The following is a press release from the American Red Cross Panhandle Plains Chapter:

AMARILLO, Texas (PRESS RELEASE) — Extreme drought, flooding, tornadoes and wildfires are becoming more frequent, threatening communities in the Panhandle Plains, as the region feels the impacts of climate change. September is National Preparedness Month and the American Red Cross, Panhandle Plains Chapter, urges everyone to get ready for these emergencies now.

Just last year, more than 40 percent of Americans — some 130 million people — were living in a county struck by a climate-related disaster, according to analysis from the Washington Post. Disasters can happen anywhere, anytime. You can get prepared by visiting

“Being prepared for a natural disaster is just another element of personal responsibility,” said Kiley Murray, Executive Director, Panhandle Plains Chapter. “We can incorporate our preparedness into our daily lives. Keep a preparedness kit readily available at home and in your vehicle. It’s important to always be ready wherever you are because Texas weather can change in an instant.”


Three simple steps can help to keep your family safe during disasters — 1) Get a Kit. 2) Make a Plan. 3) Be Informed.

  1. Build your emergency kit with a gallon of water per person, per day, non-perishable food, a flashlight and a battery-powered radio. Also include a first aid kit, medications, supplies for infants or pets, a multi-purpose tool and personal hygiene items. And don’t forget to add copies of important papers, cell phone chargers, blankets, maps of the area and emergency contact information.
  2. Plan what to do in case you are separated from your family during an emergency and what to do if you have to evacuate. Make sure to coordinate your plan with your child’s school, your work and your community’s emergency plans.
  3. Stay informed by finding out what emergency situations may occur where you live, work and go to school, how local officials will contact you during a disaster and how you will get important information, such as evacuation orders.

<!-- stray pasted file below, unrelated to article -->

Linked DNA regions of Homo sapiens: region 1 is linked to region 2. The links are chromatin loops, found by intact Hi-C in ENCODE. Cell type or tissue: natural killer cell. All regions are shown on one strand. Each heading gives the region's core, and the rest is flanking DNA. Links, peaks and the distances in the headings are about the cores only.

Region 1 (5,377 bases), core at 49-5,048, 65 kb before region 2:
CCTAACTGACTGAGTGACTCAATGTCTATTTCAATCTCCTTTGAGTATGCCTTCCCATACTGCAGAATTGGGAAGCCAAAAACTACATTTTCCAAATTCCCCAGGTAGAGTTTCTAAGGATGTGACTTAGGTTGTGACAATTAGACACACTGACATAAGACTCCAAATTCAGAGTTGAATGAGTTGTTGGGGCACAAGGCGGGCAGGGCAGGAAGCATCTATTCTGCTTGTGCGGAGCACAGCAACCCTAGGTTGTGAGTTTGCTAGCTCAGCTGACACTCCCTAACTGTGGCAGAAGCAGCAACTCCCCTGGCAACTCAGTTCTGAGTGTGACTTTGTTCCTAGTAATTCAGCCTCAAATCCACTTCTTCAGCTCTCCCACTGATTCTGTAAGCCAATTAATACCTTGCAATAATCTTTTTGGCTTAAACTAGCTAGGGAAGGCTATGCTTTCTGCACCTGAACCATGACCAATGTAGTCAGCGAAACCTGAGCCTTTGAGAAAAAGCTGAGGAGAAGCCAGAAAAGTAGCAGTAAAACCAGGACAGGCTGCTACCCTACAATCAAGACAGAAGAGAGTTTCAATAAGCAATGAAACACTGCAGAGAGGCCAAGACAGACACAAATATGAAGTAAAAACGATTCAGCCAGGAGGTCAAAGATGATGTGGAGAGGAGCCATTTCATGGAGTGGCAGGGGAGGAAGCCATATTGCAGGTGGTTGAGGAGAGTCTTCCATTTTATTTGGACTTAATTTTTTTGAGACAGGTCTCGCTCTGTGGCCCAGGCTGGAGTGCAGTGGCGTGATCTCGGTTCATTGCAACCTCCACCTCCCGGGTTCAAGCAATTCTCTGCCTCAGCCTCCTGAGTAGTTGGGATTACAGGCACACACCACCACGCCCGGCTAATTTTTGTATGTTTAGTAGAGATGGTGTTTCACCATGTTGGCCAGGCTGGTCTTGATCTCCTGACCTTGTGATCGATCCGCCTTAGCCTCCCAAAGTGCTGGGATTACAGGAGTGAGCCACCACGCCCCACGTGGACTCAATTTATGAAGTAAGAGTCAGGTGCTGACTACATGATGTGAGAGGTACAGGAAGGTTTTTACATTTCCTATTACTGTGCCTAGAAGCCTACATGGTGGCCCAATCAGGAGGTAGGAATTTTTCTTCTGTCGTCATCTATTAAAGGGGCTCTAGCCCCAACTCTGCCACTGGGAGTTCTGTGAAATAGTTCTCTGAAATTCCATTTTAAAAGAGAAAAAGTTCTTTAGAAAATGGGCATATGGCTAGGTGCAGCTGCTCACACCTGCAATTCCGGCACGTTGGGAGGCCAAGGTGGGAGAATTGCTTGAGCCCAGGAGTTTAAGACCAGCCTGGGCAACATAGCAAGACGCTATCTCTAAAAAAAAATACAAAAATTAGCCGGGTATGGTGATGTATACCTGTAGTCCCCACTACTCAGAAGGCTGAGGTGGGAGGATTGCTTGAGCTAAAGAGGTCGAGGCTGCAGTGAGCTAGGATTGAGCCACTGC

Include your pets in your emergency plans. Remember, if you and your family need to evacuate, so does your pet. It’s important to plan in advance to know which pet-friendly hotels are in your area, and where your pets can stay in an emergency situation.

Take any special considerations into account as part of your emergency planning. Older adults or people with mobility, hearing, learning or seeing disabilities may need to create a support network of people that can help during an emergency. Create a plan that takes into account your capabilities, any help you may need and who can provide it, especially if you need to evacuate or if the power goes out for several days.

There are things you can do to help your community get prepared. “Be ready to not only help your loved ones, but your neighbors too,” said Murray. “You can volunteer or take a class and learn lifesaving skills.”

Red Cross volunteers play critical roles in their local communities. Join us as a Disaster Action Team volunteer to ensure that families don’t have to face tough times alone.

Learn lifesaving skills so you can help people in a crisis until medical professionals arrive. Sign up for a first aid, CPR or other classes available online or in-person.

About the American Red Cross:

The American Red Cross shelters, feeds and provides comfort to victims of disasters; supplies about 40% of the nation’s blood; teaches skills that save lives; distributes international humanitarian aid; and supports veterans, military members and their families. The Red Cross is a nonprofit organization that depends on volunteers and the generosity of the American public to deliver its mission. For more information, please visit or, or visit us on Twitter at @RedCrossNTX.

(Press release from the American Red Cross Panhandle Plains Chapter)